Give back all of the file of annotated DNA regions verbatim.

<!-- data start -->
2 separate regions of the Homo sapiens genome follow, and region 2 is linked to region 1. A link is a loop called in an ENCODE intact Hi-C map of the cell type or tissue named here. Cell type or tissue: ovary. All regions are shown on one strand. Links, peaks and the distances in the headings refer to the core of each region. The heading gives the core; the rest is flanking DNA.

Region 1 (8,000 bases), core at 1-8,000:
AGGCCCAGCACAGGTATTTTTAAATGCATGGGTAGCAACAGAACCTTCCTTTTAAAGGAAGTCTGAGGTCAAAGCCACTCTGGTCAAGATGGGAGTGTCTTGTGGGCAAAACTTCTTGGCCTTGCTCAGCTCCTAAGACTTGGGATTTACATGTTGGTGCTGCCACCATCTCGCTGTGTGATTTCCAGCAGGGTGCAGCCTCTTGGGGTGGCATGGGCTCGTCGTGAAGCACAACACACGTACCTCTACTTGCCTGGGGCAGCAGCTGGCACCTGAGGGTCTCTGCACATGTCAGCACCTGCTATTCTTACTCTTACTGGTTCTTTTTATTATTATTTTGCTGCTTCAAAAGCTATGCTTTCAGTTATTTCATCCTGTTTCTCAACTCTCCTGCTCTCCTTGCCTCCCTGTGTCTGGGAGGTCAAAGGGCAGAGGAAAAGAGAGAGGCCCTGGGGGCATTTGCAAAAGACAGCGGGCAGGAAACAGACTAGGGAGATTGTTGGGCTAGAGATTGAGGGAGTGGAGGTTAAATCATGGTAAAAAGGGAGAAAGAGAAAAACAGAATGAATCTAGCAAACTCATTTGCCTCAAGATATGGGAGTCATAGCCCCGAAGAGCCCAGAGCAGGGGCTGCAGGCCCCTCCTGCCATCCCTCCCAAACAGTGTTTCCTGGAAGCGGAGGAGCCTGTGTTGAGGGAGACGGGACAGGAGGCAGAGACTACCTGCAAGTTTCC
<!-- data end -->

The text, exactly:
2 separate regions of the Homo sapiens genome follow, and region 2 is linked to region 1. A link is a loop called in an ENCODE intact Hi-C map of the cell type or tissue named here. Cell type or tissue: ovary. All regions are shown on one strand. Links, peaks and the distances in the headings refer to the core of each region. The heading gives the core; the rest is flanking DNA.

Region 1 (8,000 bases), core at 1-8,000:
AGGCCCAGCACAGGTATTTTTAAATGCATGGGTAGCAACAGAACCTTCCTTTTAAAGGAAGTCTGAGGTCAAAGCCACTCTGGTCAAGATGGGAGTGTCTTGTGGGCAAAACTTCTTGGCCTTGCTCAGCTCCTAAGACTTGGGATTTACATGTTGGTGCTGCCACCATCTCGCTGTGTGATTTCCAGCAGGGTGCAGCCTCTTGGGGTGGCATGGGCTCGTCGTGAAGCACAACACACGTACCTCTACTTGCCTGGGGCAGCAGCTGGCACCTGAGGGTCTCTGCACATGTCAGCACCTGCTATTCTTACTCTTACTGGTTCTTTTTATTATTATTTTGCTGCTTCAAAAGCTATGCTTTCAGTTATTTCATCCTGTTTCTCAACTCTCCTGCTCTCCTTGCCTCCCTGTGTCTGGGAGGTCAAAGGGCAGAGGAAAAGAGAGAGGCCCTGGGGGCATTTGCAAAAGACAGCGGGCAGGAAACAGACTAGGGAGATTGTTGGGCTAGAGATTGAGGGAGTGGAGGTTAAATCATGGTAAAAAGGGAGAAAGAGAAAAACAGAATGAATCTAGCAAACTCATTTGCCTCAAGATATGGGAGTCATAGCCCCGAAGAGCCCAGAGCAGGGGCTGCAGGCCCCTCCTGCCATCCCTCCCAAACAGTGTTTCCTGGAAGCGGAGGAGCCTGTGTTGAGGGAGACGGGACAGGAGGCAGAGACTACCTGCAAGTTTCC